Weeks 39 to 40 of Your Pregnancy

Week 39 to 40 of Your Pregnancy

During these final weeks, you may be getting anxious to see your new baby. You may wish you could know when you are going to start labor. Or you may be thinking about whether you want to have pain medicines during labor.

Newborn babies often look different from what you may have seen in pictures or movies. Right after birth, their heads may seem strangely shaped, their eyes are puffy, and their genitals swollen. They may have very dry skin, or red marks on the eyelids, nose, or neck. Still, most parents think their babies are beautiful.

Most women deliver their babies between 37 and 41 weeks. After 41 weeks, your doctor may become concerned about a safe birth. He or she may recommend giving you medicines to start labor or scheduling a Cesarean delivery.

This care sheet can help you prepare for labor and delivery. It also gives you information about crying, bathing, bowel patterns, and how to care for your baby's umbilical cord or circumcised penis.

Follow-up care is a key part of your treatment and safety. Be sure to make and go to all appointments, and call your doctor if you are having problems. It’s also a good idea to know your test results and keep a list of the medicines you take.

How can you care for yourself at home?

Learn about birth after 41 weeks

  • After 41 weeks, your baby may be harder to deliver.
  • The placenta may no longer be able to meet your baby’s needs.
  • The baby might have a bowel movement into the amniotic fluid, which could go into the baby's lungs.
  • Your doctor will measure the amount of fluid surrounding the baby and test your baby's movement and heart rate.
  • If your baby seems strong and well, your doctor might give you medicine to start labor.
  • If there are other concerns, your doctor may tell you that a Cesarean delivery would be best for you and your baby.

Learn how labor can be started

  • If you and your baby are both healthy and ready, and if your cervix has started to open, your doctor may "break your water" (rupture the amniotic sac). This often starts labor.
  • If your cervix is not quite ready, you may get a medicine called Pitocin through an IV to start contractions.
  • If your cervix is still very firm, you may have prostaglandin tablets (misoprostol) given to you orally or placed in your vagina to soften the cervix.

Learn about pain relief choices

  • Pain is different for every woman. Discuss your feelings about pain with your doctor.
  • If you choose a natural birth and would like to use few or no painkillers, know what pain medicines can be given through a shot or IV.
  • If you choose to dull the pain as labor starts, you could have a spinal or an epidural. With these medicines, you will be alert but numb from the chest down.
  • Be sure to tell your doctor about your pain medicine choice before you start labor or very early in your labor. You may be able to change your mind as labor progresses.
  • Rarely, a woman is put to sleep by medicine given through a mask or an IV.

Learn about crying

  • It is common for babies to cry for 1 to 3 hours a day. Some cry more, some cry less.
  • Babies do not cry to make you upset or because you are a bad parent.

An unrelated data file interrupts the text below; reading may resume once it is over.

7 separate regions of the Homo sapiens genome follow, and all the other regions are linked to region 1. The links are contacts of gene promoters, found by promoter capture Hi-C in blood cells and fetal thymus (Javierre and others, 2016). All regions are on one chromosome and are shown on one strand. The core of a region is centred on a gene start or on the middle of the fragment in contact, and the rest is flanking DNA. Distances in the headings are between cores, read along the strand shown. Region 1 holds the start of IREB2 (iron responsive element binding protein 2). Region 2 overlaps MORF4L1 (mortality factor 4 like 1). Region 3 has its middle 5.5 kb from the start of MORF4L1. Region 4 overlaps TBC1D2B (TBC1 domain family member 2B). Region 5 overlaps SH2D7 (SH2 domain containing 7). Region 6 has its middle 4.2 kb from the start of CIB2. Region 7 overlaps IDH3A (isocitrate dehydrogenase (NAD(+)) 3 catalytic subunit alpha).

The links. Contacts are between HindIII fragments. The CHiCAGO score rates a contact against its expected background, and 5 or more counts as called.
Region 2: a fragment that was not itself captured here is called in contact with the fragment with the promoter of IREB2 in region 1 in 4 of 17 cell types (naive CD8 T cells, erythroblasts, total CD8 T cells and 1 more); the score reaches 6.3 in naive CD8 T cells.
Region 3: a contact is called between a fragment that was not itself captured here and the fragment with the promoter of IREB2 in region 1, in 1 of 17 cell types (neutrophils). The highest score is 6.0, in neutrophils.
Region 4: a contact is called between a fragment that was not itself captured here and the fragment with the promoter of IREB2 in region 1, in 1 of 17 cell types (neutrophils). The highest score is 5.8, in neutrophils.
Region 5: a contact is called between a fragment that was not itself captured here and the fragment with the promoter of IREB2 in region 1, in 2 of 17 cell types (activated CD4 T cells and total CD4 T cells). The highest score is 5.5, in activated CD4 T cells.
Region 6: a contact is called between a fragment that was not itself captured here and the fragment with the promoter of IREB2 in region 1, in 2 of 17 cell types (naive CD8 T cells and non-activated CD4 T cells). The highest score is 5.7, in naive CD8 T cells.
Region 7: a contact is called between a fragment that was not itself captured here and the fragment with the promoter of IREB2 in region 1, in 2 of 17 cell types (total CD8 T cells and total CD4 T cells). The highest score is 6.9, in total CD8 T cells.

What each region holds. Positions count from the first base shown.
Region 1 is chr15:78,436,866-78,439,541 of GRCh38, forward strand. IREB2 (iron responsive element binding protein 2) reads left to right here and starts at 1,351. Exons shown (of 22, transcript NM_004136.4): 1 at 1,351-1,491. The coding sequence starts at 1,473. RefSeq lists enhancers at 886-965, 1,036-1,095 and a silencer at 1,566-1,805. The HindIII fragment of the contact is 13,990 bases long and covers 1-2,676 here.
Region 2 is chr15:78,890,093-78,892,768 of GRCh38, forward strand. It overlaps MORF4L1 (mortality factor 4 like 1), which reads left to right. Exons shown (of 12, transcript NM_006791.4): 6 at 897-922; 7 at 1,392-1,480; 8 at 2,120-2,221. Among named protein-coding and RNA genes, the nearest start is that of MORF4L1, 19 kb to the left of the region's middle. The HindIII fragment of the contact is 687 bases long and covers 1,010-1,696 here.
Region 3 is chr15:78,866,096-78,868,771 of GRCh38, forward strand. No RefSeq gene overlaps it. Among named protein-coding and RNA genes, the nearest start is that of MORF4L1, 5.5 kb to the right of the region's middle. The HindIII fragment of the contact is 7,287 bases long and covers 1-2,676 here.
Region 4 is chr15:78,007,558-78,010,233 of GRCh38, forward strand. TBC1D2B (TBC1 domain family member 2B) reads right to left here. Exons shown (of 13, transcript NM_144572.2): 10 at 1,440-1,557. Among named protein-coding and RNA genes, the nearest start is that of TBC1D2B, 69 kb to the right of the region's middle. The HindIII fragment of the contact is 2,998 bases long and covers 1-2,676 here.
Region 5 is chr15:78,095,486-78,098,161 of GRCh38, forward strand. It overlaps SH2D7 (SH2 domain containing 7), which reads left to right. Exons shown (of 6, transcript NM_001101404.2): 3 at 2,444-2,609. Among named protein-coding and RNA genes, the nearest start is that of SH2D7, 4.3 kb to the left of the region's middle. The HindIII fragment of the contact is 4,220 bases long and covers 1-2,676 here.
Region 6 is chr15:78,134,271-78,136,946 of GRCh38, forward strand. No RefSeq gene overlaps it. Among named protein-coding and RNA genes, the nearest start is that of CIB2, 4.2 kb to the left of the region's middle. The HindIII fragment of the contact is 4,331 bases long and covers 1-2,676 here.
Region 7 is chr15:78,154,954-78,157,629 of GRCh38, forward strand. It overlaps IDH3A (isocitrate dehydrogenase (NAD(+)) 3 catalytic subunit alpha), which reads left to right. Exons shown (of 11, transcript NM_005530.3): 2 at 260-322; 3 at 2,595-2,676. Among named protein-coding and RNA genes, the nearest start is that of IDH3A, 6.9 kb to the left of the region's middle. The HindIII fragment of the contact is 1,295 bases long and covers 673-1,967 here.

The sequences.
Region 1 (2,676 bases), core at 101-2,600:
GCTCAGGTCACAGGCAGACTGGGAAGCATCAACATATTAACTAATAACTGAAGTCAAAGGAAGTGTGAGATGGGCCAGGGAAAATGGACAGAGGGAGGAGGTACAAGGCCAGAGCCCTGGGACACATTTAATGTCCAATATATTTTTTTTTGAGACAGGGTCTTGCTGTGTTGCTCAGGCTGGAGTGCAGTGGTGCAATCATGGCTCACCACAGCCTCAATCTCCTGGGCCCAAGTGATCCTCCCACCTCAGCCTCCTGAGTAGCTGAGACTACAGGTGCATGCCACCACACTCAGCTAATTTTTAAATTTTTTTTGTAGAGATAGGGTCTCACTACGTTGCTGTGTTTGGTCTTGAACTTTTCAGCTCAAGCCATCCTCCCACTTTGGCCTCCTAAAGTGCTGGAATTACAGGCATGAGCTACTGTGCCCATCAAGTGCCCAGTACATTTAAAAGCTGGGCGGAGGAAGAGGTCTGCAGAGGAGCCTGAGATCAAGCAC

• Crying is how your baby communicates. Your baby may be hungry; have gas; need a diaper change; or feel cold, warm, tired, lonely, or tense. Sometimes babies cry for unknown reasons.
  • If you respond to your baby's needs, he or she will learn to trust you.
  • Try to stay calm when your baby cries. Your baby may get more upset if he or she senses that you are upset.

Know how to care for your newborn

  • Your baby's umbilical cord stump will drop off on its own, usually between 1 and 2 weeks. To care for your baby's umbilical cord area:
    • Clean the area at the bottom of the cord 2 or 3 times a day. Your baby’s doctor may suggest that you use rubbing alcohol instead of soap and water. If you use alcohol, first apply a gentle lotion around the stump to protect your baby's skin.
    • Pay special attention to the area where the cord attaches to the skin.
    • Keep the diaper folded below the cord.
    • Use a damp washcloth or cotton ball to sponge bathe your baby until the stump has come off.
  • Your baby's first dark stool is called meconium. After the meconium is passed, your baby will develop his or her own bowel pattern.
    • Some babies, especially breast-fed babies, have several bowel movements a day. Others have one or two a day, or one every 2 to 3 days.
    • Breast-fed babies often have loose, yellow stools. Formula-fed babies have more formed stools.
    • If your baby's stools look like little pellets, he or she is constipated. After 2 days of constipation, call your baby’s doctor.
  • If your baby was circumcised:
    • Gently rinse his penis with mild soap and warm water after every diaper change. Do not try to remove the film that forms on the penis. This film will go away on its own. Pat dry.
    • Put petroleum ointment, such as Vaseline, on the area of the diaper that will touch your baby’s penis. This will keep the diaper from sticking to your baby.
    • Ask the doctor about giving your baby acetaminophen (Tylenol) for pain. Do not give aspirin to anyone younger than 20. It has been linked to Reye's syndrome, a serious illness.
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